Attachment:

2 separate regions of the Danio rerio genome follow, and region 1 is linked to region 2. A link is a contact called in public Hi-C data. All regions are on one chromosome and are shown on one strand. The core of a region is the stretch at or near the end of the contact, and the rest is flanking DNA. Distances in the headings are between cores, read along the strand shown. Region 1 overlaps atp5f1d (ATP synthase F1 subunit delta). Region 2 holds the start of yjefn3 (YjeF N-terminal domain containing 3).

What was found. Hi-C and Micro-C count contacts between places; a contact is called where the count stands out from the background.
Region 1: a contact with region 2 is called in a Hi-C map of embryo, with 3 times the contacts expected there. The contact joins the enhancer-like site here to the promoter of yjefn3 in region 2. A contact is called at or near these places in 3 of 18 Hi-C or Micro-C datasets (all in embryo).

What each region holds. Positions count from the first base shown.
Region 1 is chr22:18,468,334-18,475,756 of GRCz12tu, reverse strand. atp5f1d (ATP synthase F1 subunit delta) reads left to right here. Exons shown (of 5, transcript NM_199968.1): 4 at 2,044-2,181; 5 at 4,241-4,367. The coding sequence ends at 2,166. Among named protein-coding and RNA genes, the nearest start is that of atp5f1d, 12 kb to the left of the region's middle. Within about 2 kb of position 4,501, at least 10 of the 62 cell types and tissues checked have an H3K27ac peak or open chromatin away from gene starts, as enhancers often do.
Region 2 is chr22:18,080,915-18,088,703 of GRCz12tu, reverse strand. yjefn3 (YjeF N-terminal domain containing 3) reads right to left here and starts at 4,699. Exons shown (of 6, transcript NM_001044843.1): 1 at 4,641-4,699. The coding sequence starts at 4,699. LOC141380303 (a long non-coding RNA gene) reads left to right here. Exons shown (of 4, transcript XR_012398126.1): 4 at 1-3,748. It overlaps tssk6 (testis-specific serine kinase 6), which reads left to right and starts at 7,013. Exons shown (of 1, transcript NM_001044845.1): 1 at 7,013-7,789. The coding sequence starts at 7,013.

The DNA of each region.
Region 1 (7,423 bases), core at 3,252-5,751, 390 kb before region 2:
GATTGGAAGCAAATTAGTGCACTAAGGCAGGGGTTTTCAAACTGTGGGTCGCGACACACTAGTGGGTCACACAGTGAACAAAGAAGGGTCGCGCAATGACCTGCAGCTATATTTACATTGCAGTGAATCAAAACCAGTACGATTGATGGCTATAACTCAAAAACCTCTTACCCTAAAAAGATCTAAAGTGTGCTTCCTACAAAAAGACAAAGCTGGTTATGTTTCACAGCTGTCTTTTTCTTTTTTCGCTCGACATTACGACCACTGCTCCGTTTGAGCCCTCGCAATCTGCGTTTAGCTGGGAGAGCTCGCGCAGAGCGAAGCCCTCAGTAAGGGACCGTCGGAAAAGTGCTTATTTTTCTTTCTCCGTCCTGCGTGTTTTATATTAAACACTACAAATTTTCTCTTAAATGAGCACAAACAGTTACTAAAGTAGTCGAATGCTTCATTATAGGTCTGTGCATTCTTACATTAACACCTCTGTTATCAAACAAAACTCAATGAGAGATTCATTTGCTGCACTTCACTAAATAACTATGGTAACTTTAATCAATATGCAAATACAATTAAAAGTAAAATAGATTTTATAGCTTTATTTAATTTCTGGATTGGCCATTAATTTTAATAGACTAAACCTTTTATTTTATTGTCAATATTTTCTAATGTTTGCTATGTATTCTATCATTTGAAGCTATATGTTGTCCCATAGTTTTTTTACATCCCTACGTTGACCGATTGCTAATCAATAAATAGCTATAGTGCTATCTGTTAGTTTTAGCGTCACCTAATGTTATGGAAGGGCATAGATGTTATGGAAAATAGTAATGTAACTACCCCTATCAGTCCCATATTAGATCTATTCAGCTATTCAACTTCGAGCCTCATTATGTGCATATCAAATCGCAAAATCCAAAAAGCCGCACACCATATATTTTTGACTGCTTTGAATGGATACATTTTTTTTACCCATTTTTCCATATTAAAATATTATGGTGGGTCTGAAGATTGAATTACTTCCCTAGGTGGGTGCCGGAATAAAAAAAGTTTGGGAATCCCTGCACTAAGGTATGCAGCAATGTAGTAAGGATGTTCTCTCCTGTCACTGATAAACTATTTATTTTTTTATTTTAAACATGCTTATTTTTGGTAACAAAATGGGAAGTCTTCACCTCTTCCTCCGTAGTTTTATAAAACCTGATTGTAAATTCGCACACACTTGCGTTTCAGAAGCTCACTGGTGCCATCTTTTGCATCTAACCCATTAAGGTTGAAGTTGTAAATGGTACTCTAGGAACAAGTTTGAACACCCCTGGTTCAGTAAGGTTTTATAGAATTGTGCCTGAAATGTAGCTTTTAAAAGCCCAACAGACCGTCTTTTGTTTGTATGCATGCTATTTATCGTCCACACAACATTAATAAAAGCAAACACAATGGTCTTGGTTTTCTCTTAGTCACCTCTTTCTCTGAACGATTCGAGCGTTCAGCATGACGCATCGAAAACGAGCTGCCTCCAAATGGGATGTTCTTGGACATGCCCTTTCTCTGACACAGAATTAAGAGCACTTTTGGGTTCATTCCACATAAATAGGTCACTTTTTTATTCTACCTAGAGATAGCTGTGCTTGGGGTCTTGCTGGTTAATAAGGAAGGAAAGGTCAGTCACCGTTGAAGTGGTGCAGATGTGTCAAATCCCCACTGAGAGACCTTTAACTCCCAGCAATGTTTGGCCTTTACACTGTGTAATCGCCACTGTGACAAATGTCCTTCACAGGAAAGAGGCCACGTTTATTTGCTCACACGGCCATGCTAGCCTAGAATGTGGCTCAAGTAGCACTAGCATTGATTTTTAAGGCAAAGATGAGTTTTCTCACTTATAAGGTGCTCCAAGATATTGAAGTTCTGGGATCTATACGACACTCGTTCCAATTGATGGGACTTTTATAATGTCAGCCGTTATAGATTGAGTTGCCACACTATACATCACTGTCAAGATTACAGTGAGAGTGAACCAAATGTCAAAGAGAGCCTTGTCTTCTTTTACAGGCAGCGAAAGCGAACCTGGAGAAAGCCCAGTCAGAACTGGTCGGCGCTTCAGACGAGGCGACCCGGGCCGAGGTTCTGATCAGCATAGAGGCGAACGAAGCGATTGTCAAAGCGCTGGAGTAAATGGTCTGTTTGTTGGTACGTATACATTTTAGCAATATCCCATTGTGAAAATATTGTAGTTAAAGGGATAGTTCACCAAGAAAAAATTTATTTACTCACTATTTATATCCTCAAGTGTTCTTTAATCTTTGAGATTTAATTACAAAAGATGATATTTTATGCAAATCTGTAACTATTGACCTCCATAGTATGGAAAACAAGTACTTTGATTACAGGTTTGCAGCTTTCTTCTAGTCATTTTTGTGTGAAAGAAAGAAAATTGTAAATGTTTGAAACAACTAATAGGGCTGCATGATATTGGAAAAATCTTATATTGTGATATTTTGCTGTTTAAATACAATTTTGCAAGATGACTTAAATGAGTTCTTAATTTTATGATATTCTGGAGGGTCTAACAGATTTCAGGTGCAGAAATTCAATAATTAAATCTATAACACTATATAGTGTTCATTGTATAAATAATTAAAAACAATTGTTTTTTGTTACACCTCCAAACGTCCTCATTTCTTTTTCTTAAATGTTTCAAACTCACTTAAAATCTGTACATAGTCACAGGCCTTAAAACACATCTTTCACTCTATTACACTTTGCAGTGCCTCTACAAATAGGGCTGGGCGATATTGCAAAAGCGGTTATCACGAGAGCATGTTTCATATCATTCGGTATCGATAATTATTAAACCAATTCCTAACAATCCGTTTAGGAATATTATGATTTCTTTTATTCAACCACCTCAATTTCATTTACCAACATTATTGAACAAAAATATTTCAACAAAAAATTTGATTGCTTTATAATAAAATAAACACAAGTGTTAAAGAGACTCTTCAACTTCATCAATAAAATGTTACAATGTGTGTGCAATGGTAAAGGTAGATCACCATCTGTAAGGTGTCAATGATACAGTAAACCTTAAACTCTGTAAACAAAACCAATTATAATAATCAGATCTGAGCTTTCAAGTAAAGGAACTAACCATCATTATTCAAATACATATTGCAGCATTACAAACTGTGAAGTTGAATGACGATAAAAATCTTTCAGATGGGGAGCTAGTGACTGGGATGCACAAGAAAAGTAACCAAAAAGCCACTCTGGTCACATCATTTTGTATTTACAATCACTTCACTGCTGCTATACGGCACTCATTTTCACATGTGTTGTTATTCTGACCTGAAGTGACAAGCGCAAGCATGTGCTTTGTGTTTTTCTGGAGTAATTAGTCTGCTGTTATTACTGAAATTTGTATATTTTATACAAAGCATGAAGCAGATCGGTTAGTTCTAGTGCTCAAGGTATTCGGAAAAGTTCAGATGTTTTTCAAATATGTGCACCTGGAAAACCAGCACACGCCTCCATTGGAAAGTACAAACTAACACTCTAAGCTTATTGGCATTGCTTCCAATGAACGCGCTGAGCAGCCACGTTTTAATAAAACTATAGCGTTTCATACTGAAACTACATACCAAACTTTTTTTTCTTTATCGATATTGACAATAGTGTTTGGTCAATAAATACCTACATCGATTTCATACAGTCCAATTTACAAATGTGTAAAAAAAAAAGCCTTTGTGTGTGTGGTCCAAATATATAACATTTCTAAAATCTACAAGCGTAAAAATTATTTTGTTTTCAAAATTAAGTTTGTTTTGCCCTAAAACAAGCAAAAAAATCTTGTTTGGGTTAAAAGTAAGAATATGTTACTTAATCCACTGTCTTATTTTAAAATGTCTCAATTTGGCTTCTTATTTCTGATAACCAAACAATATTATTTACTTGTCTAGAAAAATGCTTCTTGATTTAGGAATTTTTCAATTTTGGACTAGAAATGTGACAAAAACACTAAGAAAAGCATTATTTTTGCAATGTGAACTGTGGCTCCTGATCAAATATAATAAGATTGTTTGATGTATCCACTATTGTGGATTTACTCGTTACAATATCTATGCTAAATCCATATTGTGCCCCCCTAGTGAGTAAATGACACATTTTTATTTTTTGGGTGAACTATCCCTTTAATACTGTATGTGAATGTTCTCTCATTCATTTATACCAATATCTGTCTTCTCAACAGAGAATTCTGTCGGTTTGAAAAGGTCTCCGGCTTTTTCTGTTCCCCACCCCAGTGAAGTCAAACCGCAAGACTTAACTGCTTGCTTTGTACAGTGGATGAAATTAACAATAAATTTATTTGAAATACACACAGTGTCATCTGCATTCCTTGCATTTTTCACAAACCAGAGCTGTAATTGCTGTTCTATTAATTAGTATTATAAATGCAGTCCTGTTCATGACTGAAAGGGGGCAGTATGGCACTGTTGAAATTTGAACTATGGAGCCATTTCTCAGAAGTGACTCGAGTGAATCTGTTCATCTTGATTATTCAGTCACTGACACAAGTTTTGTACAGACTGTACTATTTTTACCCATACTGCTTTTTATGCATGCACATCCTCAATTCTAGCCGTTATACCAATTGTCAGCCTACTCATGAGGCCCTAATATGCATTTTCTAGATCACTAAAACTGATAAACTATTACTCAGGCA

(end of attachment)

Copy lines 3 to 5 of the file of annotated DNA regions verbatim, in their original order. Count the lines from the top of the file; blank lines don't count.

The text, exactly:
Region 1: a contact with region 2 is called in a Hi-C map of embryo, with 3 times the contacts expected there. The contact joins the enhancer-like site here to the promoter of yjefn3 in region 2. A contact is called at or near these places in 3 of 18 Hi-C or Micro-C datasets (all in embryo).

What each region holds. Positions count from the first base shown.
Region 1 is chr22:18,468,334-18,475,756 of GRCz12tu, reverse strand. atp5f1d (ATP synthase F1 subunit delta) reads left to right here. Exons shown (of 5, transcript NM_199968.1): 4 at 2,044-2,181; 5 at 4,241-4,367. The coding sequence ends at 2,166. Among named protein-coding and RNA genes, the nearest start is that of atp5f1d, 12 kb to the left of the region's middle. Within about 2 kb of position 4,501, at least 10 of the 62 cell types and tissues checked have an H3K27ac peak or open chromatin away from gene starts, as enhancers often do.